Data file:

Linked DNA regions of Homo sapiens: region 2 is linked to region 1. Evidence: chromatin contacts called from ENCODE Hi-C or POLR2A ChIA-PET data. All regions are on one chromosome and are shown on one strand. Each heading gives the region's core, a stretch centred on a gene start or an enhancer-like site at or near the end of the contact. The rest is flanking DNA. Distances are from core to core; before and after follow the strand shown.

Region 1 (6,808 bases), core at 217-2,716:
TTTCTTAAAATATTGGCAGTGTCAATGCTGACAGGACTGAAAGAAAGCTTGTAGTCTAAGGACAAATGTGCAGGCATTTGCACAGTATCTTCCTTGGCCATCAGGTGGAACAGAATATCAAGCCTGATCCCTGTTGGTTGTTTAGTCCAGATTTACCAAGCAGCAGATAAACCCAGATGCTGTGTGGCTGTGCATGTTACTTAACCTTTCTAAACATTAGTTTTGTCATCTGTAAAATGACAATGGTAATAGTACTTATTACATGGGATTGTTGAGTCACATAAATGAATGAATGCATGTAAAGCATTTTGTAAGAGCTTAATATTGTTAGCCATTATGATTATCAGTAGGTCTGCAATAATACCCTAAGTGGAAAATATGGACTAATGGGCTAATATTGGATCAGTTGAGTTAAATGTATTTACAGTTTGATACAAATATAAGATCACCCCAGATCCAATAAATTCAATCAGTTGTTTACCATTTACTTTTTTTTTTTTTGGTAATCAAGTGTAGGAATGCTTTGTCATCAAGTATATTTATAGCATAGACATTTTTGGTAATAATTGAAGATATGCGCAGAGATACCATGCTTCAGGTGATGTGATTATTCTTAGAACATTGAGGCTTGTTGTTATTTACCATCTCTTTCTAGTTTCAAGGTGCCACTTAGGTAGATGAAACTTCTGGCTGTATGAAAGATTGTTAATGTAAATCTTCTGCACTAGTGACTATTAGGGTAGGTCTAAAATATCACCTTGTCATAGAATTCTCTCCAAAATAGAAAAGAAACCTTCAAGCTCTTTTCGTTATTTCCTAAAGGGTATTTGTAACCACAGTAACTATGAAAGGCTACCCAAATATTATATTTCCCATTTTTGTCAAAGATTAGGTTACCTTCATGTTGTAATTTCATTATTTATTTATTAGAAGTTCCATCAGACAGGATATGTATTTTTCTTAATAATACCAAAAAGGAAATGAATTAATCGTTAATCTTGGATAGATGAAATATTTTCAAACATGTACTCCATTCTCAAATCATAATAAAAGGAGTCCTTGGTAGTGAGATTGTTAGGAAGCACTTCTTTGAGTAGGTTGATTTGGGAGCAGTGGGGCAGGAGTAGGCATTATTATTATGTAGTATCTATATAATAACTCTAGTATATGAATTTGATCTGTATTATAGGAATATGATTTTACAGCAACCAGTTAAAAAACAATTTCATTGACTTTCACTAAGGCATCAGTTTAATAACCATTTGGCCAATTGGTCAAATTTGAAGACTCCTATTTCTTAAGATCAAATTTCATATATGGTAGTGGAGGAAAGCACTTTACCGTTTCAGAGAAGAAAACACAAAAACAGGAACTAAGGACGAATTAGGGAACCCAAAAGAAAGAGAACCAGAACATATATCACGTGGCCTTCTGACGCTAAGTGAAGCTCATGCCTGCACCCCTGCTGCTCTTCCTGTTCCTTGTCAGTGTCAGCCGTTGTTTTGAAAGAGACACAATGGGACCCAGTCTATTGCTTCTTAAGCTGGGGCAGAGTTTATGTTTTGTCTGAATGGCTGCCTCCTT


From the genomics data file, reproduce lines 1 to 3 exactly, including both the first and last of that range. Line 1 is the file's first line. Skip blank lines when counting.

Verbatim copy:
Linked DNA regions of Homo sapiens: region 2 is linked to region 1. Evidence: chromatin contacts called from ENCODE Hi-C or POLR2A ChIA-PET data. All regions are on one chromosome and are shown on one strand. Each heading gives the region's core, a stretch centred on a gene start or an enhancer-like site at or near the end of the contact. The rest is flanking DNA. Distances are from core to core; before and after follow the strand shown.

Region 1 (6,808 bases), core at 217-2,716:
TTTCTTAAAATATTGGCAGTGTCAATGCTGACAGGACTGAAAGAAAGCTTGTAGTCTAAGGACAAATGTGCAGGCATTTGCACAGTATCTTCCTTGGCCATCAGGTGGAACAGAATATCAAGCCTGATCCCTGTTGGTTGTTTAGTCCAGATTTACCAAGCAGCAGATAAACCCAGATGCTGTGTGGCTGTGCATGTTACTTAACCTTTCTAAACATTAGTTTTGTCATCTGTAAAATGACAATGGTAATAGTACTTATTACATGGGATTGTTGAGTCACATAAATGAATGAATGCATGTAAAGCATTTTGTAAGAGCTTAATATTGTTAGCCATTATGATTATCAGTAGGTCTGCAATAATACCCTAAGTGGAAAATATGGACTAATGGGCTAATATTGGATCAGTTGAGTTAAATGTATTTACAGTTTGATACAAATATAAGATCACCCCAGATCCAATAAATTCAATCAGTTGTTTACCATTTACTTTTTTTTTTTTTGGTAATCAAGTGTAGGAATGCTTTGTCATCAAGTATATTTATAGCATAGACATTTTTGGTAATAATTGAAGATATGCGCAGAGATACCATGCTTCAGGTGATGTGATTATTCTTAGAACATTGAGGCTTGTTGTTATTTACCATCTCTTTCTAGTTTCAAGGTGCCACTTAGGTAGATGAAACTTCTGGCTGTATGAAAGATTGTTAATGTAAATCTTCTGCACTAGTGACTATTAGGGTAGGTCTAAAATATCACCTTGTCATAGAATTCTCTCCAAAATAGAAAAGAAACCTTCAAGCTCTTTTCGTTATTTCCTAAAGGGTATTTGTAACCACAGTAACTATGAAAGGCTACCCAAATATTATATTTCCCATTTTTGTCAAAGATTAGGTTACCTTCATGTTGTAATTTCATTATTTATTTATTAGAAGTTCCATCAGACAGGATATGTATTTTTCTTAATAATACCAAAAAGGAAATGAATTAATCGTTAATCTTGGATAGATGAAATATTTTCAAACATGTACTCCATTCTCAAATCATAATAAAAGGAGTCCTTGGTAGTGAGATTGTTAGGAAGCACTTCTTTGAGTAGGTTGATTTGGGAGCAGTGGGGCAGGAGTAGGCATTATTATTATGTAGTATCTATATAATAACTCTAGTATATGAATTTGATCTGTATTATAGGAATATGATTTTACAGCAACCAGTTAAAAAACAATTTCATTGACTTTCACTAAGGCATCAGTTTAATAACCATTTGGCCAATTGGTCAAATTTGAAGACTCCTATTTCTTAAGATCAAATTTCATATATGGTAGTGGAGGAAAGCACTTTACCGTTTCAGAGAAGAAAACACAAAAACAGGAACTAAGGACGAATTAGGGAACCCAAAAGAAAGAGAACCAGAACATATATCACGTGGCCTTCTGACGCTAAGTGAAGCTCATGCCTGCACCCCTGCTGCTCTTCCTGTTCCTTGTCAGTGTCAGCCGTTGTTTTGAAAGAGACACAATGGGACCCAGTCTATTGCTTCTTAAGCTGGGGCAGAGTTTATGTTTTGTCTGAATGGCTGCCTCCTT